Naturespeak A naturalist's view of the world

June 13, 2010

Holy Mother of God!

Filed under: Uncategorized — wykes @ 9:30 pm

Yes, my initial reaction upon seeing the captured spider placed before me was less than professional, I will admit. But, the dark furry creature that spanned the bottom of the pretzel jar was shocking – about three inches in circumference around the legs. The body was fully 1 inch long. Its movements were measured and slow and its colors muted and mouse-like, so it was not especially threatening. But, the hollow dry remains of the Ctenuchia moth next to it were mute evidence that this thing was a predator – a relatively huge predator at that. My reptilian brain was screaming while my simian brain bade me to look closer.

“I kept seeing this thing on my engine block, “said Terry, the fellow who brought it in, “but I couldn’t catch it. One day I came out and there-it-was (he has a way of speed joining his words) on the driveway in front of the truck sooooooo, I-grabbed-it.”  There was nothing about his demeanor that was creeped out or edgy. It was as if he’d captured a shrew or something. Unfortunately, I initially mis-identified the thing as I checked to make sure the lid was on really tight.  I called it a wolf spider and declared it harmless as I discovered that the lid was barely on and quickly remedied the situation. Terry was satisfied and left the creature in my charge.

I was immediately ashamed of my reaction. Here was a guy who repeatedly encountered this huge spider and sought to catch it. He was fascinated by it. I, the trained naturalist, was horrified. He calmly captured it and took time to feed it, while I would have attempted to run it over. At the very least I would have accelerated the car and then slammed on the brakes in order to send the creature flying into the dicing blades of the fan. I am not proud of this.

I did do a bit of investigating and found out that Terry’s beast was not a wolf spider but was a Fishing Spider. These creatures are among the largest spiders found in the Midwest. They are our tarantulas. Like those south-western giants they are relatively harmless. Sure they can inflict a bite, but they choose not to (and their venom is not of the deadly sort – to humans that is). Fishing Spiders, true to their name, do habitually hang out around water and can even walk on it, but they also spend a good amount of time in dry land habitats.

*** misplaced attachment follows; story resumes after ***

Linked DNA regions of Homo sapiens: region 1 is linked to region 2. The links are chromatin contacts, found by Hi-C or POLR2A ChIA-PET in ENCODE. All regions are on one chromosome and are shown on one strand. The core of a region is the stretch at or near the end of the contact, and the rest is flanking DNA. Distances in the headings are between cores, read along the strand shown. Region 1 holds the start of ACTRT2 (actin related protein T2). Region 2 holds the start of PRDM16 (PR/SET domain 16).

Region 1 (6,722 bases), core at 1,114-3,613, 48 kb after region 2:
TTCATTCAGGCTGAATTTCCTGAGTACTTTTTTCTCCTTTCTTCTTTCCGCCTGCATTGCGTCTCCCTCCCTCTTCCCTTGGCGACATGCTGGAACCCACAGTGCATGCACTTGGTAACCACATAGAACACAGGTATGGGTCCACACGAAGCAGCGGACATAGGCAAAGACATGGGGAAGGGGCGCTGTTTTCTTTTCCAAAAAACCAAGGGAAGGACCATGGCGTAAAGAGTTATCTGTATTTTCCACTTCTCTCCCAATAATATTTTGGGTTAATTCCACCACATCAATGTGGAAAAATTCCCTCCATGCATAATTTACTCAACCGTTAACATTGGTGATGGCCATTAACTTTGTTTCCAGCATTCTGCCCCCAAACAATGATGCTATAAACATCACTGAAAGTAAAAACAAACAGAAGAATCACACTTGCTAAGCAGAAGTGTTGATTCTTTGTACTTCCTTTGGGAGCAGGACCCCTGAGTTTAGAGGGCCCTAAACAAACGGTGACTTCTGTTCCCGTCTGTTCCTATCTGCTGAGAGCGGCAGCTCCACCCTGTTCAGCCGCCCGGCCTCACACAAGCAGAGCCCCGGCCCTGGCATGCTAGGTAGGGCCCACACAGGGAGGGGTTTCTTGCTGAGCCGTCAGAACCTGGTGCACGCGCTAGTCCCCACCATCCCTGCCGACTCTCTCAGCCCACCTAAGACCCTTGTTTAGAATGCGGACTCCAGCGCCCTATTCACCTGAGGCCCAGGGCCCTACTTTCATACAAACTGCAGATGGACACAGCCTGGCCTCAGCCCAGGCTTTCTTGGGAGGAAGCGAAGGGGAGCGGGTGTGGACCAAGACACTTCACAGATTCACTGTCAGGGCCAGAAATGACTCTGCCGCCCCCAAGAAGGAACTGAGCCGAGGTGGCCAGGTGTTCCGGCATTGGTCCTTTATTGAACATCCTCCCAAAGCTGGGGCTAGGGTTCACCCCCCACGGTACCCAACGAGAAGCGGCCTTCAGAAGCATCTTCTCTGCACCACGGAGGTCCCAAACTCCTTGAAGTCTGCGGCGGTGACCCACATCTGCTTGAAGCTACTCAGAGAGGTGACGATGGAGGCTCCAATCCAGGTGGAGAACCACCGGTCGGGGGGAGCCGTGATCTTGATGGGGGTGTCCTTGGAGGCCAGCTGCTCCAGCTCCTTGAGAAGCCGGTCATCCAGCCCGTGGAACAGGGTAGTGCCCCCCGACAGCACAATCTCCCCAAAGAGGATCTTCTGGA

As near as I could tell, this particular species was called Dolomedes tenebrosus -the ornamentation on the abdomen and cephalothroax point to this identification (see above and detail here). Wide spreading hairy legs allow this spider to distribute weight on the water and the fine fuzzy coat traps in air in the event of a temporary dive. Those eight lanky legs also provide excellent tools for engaging in short fast bursts on land to grab prey. Unlike the wolf spiders, who chase down their prey, fishing spiders wait in ambush (for instance, when people lift up their truck hoods) and then launch an attack.

I released Terry’s spider and took the opportunity to take a few pictures of it before it ambled off. I was, in fact, almost sad to see it disappear into the undergrowth. It moved more like a mammal rather than a jittery spider and those beady eyes – all eight of them – seemed to exude some deep intelligence.

The thought of this encounter was still clear on my mind later in the day as I returned home, but it didn’t leave an un-easy feeling. As I went to turn the house lights off for the night, however, it did creep back into my thought pattern. Dolomedes, like most spiders, are nocturnal. With each extinguished bulb the house grew darker and the spider grew larger in my mind until I imagined him sitting smack dab in the middle of my kitchen floor like some kind of bear rug! You can imagine my shock when that imaginary spider turned out to be a real one. Unbelievably, although this individual was not Terry’s spider, it was another Fishing Spider and it was in my house (on the edge of slipping into the darkness behind the refrigerator).

Oddly enough, I did not wimper or cower. I only made an appeal to the Virgin Mary and slapped a container over the hefty beast and walked it out the front door with the intention of placing it in the middle of the road so that a car would run it over. I changed my mind upon reaching the edge of the yard and simply dumped it onto the wet grass.

I am getting better at these things. If it returns I will chop it up into a million pieces, but I am confident that won’t happen). Good night to you all.


  1. You need to write a book!

    Comment by Pat — June 13, 2010 @ 9:37 pm

  2. I see you aren’t really a spider-guy! Me, I actually like spiders, which makes me stand out from the rest of the family. Not that I’d keep one as a pet, mind you, but I do find them fascinating, especially the little zebra jumpers with their soulful eyes.

    Comment by Ellen — June 14, 2010 @ 10:48 am

  3. It’s BEAUTIFUL!!!

    Now, of course, I’ll have to spend more time at the creek in hopes of finding one. Or ten.

    Comment by Joy K. — June 14, 2010 @ 3:39 pm

  4. I am delighted that you overcame your aversions and released both spiders. Spiders are delightful and I’m quite fond of them — I do realize that not everyone feels the love, though 😉

    Comment by swamp4me — June 14, 2010 @ 8:12 pm

  5. Wow fantastic work and massive respect – Good to have your posts. Thanks!

    Comment by Leopoldo Bundage — June 25, 2010 @ 5:08 am

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